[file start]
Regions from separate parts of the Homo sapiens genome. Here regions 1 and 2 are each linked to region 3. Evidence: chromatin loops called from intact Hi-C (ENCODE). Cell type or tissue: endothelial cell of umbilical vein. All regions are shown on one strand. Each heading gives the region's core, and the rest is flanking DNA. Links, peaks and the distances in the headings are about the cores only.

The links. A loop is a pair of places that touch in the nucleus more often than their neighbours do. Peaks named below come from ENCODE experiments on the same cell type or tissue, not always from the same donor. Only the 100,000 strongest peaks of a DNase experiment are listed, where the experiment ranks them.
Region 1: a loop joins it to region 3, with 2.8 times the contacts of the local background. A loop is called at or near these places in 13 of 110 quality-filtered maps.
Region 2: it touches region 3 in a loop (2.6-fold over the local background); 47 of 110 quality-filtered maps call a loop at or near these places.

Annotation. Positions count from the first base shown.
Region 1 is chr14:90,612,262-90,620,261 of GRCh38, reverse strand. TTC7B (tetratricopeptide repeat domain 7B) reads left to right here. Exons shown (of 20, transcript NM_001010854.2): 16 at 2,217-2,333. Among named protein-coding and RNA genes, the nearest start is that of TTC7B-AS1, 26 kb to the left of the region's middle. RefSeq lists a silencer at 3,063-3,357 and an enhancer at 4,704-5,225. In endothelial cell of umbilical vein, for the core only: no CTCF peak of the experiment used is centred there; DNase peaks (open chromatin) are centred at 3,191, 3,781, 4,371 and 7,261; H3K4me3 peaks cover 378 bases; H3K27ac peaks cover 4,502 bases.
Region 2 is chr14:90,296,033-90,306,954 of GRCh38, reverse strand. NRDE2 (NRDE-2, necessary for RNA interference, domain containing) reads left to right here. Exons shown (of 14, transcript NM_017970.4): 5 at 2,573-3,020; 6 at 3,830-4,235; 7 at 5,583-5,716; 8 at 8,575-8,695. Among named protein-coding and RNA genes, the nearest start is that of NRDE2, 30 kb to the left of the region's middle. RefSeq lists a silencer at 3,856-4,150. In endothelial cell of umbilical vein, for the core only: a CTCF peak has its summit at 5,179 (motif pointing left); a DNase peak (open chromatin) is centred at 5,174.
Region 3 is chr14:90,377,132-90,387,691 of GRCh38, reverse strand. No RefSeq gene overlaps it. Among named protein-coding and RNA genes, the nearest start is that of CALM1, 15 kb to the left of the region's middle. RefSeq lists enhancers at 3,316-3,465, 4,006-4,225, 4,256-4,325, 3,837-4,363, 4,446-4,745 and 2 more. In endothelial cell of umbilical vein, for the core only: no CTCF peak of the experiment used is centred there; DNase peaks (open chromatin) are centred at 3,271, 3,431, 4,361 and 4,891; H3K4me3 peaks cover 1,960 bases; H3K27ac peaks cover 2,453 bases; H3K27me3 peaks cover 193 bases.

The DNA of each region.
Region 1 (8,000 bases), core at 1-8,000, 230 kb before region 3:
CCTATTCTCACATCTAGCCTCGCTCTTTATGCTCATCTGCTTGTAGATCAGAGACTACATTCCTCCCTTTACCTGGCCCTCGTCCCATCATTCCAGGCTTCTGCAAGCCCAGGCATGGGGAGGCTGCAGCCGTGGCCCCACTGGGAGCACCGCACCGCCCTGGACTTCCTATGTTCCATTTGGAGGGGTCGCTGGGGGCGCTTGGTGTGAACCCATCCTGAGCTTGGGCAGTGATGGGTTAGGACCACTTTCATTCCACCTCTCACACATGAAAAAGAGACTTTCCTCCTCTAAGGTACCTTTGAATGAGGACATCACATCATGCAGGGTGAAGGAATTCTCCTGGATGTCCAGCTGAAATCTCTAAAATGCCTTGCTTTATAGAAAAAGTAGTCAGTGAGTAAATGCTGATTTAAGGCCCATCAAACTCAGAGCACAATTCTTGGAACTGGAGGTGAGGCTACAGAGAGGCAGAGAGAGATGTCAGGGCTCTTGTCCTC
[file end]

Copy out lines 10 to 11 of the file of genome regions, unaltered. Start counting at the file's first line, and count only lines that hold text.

Region 1 (8,000 bases), core at 1-8,000, 230 kb before region 3:
CCTATTCTCACATCTAGCCTCGCTCTTTATGCTCATCTGCTTGTAGATCAGAGACTACATTCCTCCCTTTACCTGGCCCTCGTCCCATCATTCCAGGCTTCTGCAAGCCCAGGCATGGGGAGGCTGCAGCCGTGGCCCCACTGGGAGCACCGCACCGCCCTGGACTTCCTATGTTCCATTTGGAGGGGTCGCTGGGGGCGCTTGGTGTGAACCCATCCTGAGCTTGGGCAGTGATGGGTTAGGACCACTTTCATTCCACCTCTCACACATGAAAAAGAGACTTTCCTCCTCTAAGGTACCTTTGAATGAGGACATCACATCATGCAGGGTGAAGGAATTCTCCTGGATGTCCAGCTGAAATCTCTAAAATGCCTTGCTTTATAGAAAAAGTAGTCAGTGAGTAAATGCTGATTTAAGGCCCATCAAACTCAGAGCACAATTCTTGGAACTGGAGGTGAGGCTACAGAGAGGCAGAGAGAGATGTCAGGGCTCTTGTCCTC